CAIRO, Oct. 12 (UPI) -- Egyptian officials said the country's second largest pyramid and six ancient royal and noble tombs have been opened to the public after a 10-year restoration.
Scientists worked for a decade to rehabilitate the pyramid and tombs discovered in 1927, officials said.
"I am very happy today to reopen these tombs which were closed for more than 10 years due to restoration," Ministry of State for Antiquities chief Mohamed Ibrahim said in a ceremony at the site Thursday.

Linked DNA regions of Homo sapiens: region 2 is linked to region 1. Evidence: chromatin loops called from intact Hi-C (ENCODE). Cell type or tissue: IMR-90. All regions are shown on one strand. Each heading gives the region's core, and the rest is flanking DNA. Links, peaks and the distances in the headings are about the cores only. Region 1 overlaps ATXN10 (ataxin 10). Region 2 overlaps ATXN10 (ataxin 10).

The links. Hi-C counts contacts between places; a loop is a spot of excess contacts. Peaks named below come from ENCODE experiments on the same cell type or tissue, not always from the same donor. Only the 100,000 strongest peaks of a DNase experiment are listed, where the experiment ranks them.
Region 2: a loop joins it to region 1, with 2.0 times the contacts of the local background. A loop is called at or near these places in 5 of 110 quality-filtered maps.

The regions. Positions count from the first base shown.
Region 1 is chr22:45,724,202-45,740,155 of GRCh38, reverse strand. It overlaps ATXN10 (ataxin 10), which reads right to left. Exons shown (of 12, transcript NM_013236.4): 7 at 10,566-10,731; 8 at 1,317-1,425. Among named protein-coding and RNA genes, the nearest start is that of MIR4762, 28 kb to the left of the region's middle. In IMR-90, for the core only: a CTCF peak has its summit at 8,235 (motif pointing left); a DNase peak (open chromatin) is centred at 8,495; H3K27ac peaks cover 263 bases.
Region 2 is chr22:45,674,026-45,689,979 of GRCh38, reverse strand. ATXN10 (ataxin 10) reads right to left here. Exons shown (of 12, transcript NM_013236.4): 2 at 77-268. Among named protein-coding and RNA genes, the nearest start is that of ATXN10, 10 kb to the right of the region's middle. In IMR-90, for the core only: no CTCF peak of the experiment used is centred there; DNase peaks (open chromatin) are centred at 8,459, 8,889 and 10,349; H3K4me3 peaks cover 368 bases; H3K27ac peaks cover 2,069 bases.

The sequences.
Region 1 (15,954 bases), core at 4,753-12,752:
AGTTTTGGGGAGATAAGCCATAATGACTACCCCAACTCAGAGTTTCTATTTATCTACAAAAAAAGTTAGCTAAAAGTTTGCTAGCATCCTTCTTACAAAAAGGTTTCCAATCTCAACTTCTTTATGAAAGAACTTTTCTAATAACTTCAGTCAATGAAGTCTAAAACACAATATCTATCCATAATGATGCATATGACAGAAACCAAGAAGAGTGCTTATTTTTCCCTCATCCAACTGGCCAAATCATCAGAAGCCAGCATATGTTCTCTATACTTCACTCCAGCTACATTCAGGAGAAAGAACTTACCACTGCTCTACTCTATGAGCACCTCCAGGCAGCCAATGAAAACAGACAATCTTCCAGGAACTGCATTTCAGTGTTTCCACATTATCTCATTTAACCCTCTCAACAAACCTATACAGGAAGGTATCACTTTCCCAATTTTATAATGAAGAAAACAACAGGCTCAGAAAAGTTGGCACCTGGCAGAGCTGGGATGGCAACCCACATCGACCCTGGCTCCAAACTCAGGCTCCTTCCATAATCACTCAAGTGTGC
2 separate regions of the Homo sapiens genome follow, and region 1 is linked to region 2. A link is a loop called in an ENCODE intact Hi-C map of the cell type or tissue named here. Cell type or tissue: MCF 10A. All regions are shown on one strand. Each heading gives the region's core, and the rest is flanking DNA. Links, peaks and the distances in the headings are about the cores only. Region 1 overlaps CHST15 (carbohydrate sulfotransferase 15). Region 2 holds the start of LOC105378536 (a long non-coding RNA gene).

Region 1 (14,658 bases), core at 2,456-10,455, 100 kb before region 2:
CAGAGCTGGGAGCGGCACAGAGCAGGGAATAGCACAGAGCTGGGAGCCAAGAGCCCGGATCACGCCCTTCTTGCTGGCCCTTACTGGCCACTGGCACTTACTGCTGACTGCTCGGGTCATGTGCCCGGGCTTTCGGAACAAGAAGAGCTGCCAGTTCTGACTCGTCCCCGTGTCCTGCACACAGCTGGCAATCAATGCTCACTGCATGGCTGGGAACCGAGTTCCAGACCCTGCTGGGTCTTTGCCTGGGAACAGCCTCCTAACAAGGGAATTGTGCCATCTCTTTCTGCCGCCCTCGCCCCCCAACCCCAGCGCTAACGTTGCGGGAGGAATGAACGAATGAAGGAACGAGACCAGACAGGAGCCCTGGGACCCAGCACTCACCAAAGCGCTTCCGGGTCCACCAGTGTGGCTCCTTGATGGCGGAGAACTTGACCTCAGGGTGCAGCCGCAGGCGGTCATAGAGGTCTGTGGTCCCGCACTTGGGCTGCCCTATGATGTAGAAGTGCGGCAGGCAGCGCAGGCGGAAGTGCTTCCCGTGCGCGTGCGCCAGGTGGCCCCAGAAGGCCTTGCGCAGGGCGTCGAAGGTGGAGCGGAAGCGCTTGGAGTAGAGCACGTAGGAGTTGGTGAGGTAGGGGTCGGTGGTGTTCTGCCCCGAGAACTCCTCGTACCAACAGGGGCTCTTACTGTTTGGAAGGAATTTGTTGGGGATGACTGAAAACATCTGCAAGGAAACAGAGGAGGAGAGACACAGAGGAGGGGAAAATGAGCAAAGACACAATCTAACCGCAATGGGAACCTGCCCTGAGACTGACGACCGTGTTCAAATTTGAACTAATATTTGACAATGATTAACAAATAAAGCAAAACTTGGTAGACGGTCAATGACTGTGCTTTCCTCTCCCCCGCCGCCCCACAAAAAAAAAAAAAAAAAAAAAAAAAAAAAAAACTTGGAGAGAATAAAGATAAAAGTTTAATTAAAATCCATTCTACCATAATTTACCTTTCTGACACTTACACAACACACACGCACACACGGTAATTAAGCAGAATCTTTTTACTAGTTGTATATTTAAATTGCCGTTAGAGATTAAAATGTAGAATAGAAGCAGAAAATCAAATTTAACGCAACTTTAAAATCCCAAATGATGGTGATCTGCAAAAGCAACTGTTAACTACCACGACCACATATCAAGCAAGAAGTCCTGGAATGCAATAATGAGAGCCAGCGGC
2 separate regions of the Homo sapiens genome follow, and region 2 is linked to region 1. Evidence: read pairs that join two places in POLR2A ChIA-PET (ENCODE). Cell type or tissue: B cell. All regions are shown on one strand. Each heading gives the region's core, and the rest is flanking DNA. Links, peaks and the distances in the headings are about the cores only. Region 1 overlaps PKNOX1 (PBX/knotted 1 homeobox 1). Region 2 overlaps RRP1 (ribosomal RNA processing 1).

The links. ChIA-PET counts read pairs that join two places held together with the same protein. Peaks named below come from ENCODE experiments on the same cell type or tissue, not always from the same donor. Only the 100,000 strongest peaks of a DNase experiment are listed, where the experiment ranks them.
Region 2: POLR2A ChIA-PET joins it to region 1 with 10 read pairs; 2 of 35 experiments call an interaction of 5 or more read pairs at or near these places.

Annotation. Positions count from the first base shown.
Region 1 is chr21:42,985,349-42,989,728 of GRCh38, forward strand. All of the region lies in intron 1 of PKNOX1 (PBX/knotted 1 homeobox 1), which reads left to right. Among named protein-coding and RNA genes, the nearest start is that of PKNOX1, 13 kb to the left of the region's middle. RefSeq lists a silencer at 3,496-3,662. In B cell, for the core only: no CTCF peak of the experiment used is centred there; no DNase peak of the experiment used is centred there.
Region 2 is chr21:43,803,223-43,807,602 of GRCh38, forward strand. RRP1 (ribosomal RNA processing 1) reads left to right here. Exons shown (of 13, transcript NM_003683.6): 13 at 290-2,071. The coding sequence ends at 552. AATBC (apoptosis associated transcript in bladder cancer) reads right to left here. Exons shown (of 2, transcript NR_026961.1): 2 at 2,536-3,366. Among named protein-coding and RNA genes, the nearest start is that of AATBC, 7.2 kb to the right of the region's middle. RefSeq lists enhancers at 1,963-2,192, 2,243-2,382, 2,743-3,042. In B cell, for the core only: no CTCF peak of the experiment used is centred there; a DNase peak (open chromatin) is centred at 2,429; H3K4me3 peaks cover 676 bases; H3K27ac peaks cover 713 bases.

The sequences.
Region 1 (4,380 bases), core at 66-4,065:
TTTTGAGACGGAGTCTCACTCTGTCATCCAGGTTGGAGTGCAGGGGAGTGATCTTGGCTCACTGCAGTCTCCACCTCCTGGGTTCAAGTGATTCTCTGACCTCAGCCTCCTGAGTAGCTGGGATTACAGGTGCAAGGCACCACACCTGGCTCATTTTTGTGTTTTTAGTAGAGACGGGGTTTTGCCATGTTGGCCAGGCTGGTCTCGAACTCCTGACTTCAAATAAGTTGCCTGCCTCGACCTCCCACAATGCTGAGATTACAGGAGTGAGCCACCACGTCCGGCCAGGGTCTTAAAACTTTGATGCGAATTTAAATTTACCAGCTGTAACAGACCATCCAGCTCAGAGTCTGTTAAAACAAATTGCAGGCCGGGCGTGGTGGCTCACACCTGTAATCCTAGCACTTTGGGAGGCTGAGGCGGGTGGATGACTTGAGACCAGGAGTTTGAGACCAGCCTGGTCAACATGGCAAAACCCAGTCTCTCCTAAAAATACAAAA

Included in the restored historic site is the tomb of the granddaughter of King Khufu, builder of the Great Pyramid, along with those of five Old Kingdom noblemen.
The tombs feature impressive facades and resemble temples with large chambers supported by rock-hewn pillars, officials said.
"Although these tombs may be sparse in decoration, they are rich in architectural features," Ali El-Asfar, the director general of Giza antiquities department, told Ahram Online.
In the $4 million restoration project the walls of the tombs were cleaned and reinforced, graffiti was removed and inscriptions and paintings conserved, Ibrahim said.